Magazine article The Spectator

On the Waterfront

Magazine article The Spectator

On the Waterfront

Article excerpt

JEFF IN VENICE, DEATH IN VARANA I by Geoff Dyer Canongate, £12, pp. 291, ISBN 9781847672704 . £10.39 (plus £2.45 p&p) 0870 429 6655

Geoff Dyer is the least ca te go r i sab le of writers. Give him a genre and he'll bend it; pigeonhole him and he'll break out. Clever, funny, an intellectual with a resolutely bloke-ish stance; irreverent and incorrigibly subversive, this is the man who set off to write a study of D. H. Lawrence and came up with Out of Sheer Rage, a rant against academia in which Lawrence figured as a spear-carrier.

His book about jazz, But Beautiful, started life as a critical study, and in its final form combined laconic history with poignant vignettes; short stories that uncovered the heart and soul of the music. Fiction as truth.

His most beguiling book, Yoga for People Who Can't Be Bothered to Do It, was a collection of anti-travel articles and mood pieces, with some hair-raising, first-hand drug-taking stuff, and an essay on Leptis Magna that managed to be simultaneously insightful, thought-provoking and hilarious.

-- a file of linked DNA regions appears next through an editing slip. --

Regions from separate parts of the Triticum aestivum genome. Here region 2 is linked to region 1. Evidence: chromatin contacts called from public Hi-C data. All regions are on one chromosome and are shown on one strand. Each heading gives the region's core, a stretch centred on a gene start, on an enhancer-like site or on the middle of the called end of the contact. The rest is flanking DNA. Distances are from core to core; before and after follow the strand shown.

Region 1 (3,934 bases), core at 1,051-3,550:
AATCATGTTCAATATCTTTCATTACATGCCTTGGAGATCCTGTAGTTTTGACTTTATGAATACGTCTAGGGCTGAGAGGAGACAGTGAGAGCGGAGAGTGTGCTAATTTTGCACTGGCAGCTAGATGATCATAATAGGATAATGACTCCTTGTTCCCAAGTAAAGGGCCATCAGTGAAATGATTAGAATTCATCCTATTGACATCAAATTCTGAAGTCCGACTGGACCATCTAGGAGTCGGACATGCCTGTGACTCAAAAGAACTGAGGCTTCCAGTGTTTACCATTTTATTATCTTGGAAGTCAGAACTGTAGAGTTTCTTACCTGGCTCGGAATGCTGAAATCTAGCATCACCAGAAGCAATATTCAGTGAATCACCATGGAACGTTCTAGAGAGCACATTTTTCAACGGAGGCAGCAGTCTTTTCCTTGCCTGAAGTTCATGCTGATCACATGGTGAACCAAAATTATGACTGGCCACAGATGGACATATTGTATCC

Dyer is more than a cult writer; he's a virus, invading your system. You look at things differently, embracing the idiosyncratic, keeping the obvious at bay. Jeff in Venice, Death in Varanasi is his latest oddity.

So where does it figure in the Dyerarchy?

Described as a novel, it is in fact two novellas, set in two cities, linked only (unless I'm missing something) by the fact that the central figure is a journalist in town to write a commissioned piece. Dyer himself has called it a diptych.

Jeff in Venice begins with Jeff Atman setting out to cover the Biennale for a magazine called Kulchur. He is forty-something, tall, thin, consumed with anxieties about everything: status, job, mortality, party invitations . . . Worried about going grey, he asks if the hairdresser can dye his hair.

'Yes' he said, 'Dyeing is an art like everything else. We do it exceptionally well.'

A hairdresser who quotes Sylvia Plath is the man for Jeff. With his newly brown thatch he takes his Ryanair flight into artworld madness, and the Biennale springs to gaudy, freeloading life - the Bellini worshipped here not the painter but the alcoholic mix. He also meets the woman of his dreams, and the book changes gear: resonances mount up: like Aschenbach, Jeff is gripped by erotic fever, and fleeting glimpses of Mann's text surface through the pages. …

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